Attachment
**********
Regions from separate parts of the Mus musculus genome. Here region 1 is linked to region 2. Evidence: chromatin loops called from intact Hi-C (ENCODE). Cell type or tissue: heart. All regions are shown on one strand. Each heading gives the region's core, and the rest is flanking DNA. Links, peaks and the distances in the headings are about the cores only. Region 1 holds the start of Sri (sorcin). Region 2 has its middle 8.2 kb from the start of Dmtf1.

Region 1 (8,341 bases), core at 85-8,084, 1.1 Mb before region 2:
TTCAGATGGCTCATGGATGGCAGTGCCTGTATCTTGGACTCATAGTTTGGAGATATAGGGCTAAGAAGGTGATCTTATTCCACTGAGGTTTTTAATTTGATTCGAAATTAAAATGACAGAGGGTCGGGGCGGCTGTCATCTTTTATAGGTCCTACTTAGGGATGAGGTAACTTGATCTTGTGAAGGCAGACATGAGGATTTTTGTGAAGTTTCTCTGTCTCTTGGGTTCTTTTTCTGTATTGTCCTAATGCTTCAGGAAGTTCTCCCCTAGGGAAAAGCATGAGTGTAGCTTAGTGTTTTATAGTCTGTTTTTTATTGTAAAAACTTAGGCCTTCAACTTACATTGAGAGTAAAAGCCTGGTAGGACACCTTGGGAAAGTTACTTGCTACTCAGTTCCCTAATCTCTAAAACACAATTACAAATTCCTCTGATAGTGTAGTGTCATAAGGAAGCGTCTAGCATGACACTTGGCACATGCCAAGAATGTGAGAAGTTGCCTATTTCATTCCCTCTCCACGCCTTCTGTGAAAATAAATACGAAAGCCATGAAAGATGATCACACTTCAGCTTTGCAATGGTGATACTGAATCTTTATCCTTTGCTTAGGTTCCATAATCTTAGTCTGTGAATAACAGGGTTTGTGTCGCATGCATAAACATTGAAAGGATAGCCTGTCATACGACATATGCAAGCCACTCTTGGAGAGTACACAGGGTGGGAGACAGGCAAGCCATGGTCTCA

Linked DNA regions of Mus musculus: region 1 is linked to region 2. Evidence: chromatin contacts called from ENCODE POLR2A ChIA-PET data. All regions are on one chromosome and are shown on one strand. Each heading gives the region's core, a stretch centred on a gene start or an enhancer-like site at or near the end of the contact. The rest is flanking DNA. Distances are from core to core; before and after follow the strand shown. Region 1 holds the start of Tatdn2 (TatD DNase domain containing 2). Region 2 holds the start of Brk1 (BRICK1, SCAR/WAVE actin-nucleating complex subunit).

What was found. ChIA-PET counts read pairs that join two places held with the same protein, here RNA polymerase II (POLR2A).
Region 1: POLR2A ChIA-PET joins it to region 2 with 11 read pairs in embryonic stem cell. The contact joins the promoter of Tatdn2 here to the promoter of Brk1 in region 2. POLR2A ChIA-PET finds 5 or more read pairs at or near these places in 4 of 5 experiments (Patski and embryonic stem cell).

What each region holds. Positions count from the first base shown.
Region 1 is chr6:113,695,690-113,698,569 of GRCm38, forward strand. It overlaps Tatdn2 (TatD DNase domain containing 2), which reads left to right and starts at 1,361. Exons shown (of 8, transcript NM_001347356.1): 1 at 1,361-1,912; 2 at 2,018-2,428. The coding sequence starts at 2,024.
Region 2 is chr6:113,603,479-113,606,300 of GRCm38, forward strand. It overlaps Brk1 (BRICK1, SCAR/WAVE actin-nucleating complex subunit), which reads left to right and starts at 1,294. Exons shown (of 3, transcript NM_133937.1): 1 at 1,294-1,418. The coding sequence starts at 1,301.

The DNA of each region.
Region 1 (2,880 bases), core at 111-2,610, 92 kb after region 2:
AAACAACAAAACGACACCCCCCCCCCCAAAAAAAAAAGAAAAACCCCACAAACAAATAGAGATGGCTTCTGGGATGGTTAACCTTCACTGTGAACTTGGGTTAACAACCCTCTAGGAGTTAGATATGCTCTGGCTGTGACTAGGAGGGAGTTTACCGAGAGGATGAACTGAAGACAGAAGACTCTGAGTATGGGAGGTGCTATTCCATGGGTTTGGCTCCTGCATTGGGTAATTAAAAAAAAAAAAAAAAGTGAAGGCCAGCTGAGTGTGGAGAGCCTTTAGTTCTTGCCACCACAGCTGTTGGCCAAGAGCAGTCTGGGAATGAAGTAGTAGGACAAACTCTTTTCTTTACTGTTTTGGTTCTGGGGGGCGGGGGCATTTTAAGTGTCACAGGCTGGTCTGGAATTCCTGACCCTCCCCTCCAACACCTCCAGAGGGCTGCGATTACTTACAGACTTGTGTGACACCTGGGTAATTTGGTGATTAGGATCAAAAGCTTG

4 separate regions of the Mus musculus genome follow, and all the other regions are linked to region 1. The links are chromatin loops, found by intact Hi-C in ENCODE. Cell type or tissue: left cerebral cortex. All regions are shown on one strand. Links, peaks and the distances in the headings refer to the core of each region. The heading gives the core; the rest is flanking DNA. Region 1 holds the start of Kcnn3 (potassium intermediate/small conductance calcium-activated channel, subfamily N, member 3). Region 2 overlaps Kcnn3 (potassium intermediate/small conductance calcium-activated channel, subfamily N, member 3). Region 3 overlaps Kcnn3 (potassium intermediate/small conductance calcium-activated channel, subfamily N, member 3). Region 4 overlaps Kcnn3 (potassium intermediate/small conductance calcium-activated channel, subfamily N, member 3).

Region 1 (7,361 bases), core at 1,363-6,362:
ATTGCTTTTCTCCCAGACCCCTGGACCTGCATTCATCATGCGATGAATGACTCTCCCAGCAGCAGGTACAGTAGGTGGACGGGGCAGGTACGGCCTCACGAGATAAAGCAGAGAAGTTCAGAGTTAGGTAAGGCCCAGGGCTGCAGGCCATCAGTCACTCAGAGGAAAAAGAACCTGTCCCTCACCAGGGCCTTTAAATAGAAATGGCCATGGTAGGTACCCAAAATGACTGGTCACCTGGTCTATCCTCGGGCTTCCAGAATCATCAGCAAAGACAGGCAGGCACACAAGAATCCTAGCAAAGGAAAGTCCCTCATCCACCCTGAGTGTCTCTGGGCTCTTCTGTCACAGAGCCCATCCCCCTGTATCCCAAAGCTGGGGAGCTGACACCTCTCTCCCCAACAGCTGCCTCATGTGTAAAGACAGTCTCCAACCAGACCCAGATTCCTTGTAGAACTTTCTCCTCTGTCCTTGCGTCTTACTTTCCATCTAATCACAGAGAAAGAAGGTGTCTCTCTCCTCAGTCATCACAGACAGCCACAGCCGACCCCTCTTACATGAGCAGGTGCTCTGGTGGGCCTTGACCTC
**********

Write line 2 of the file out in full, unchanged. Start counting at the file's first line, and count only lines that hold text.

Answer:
Region 1 (8,341 bases), core at 85-8,084, 1.1 Mb before region 2: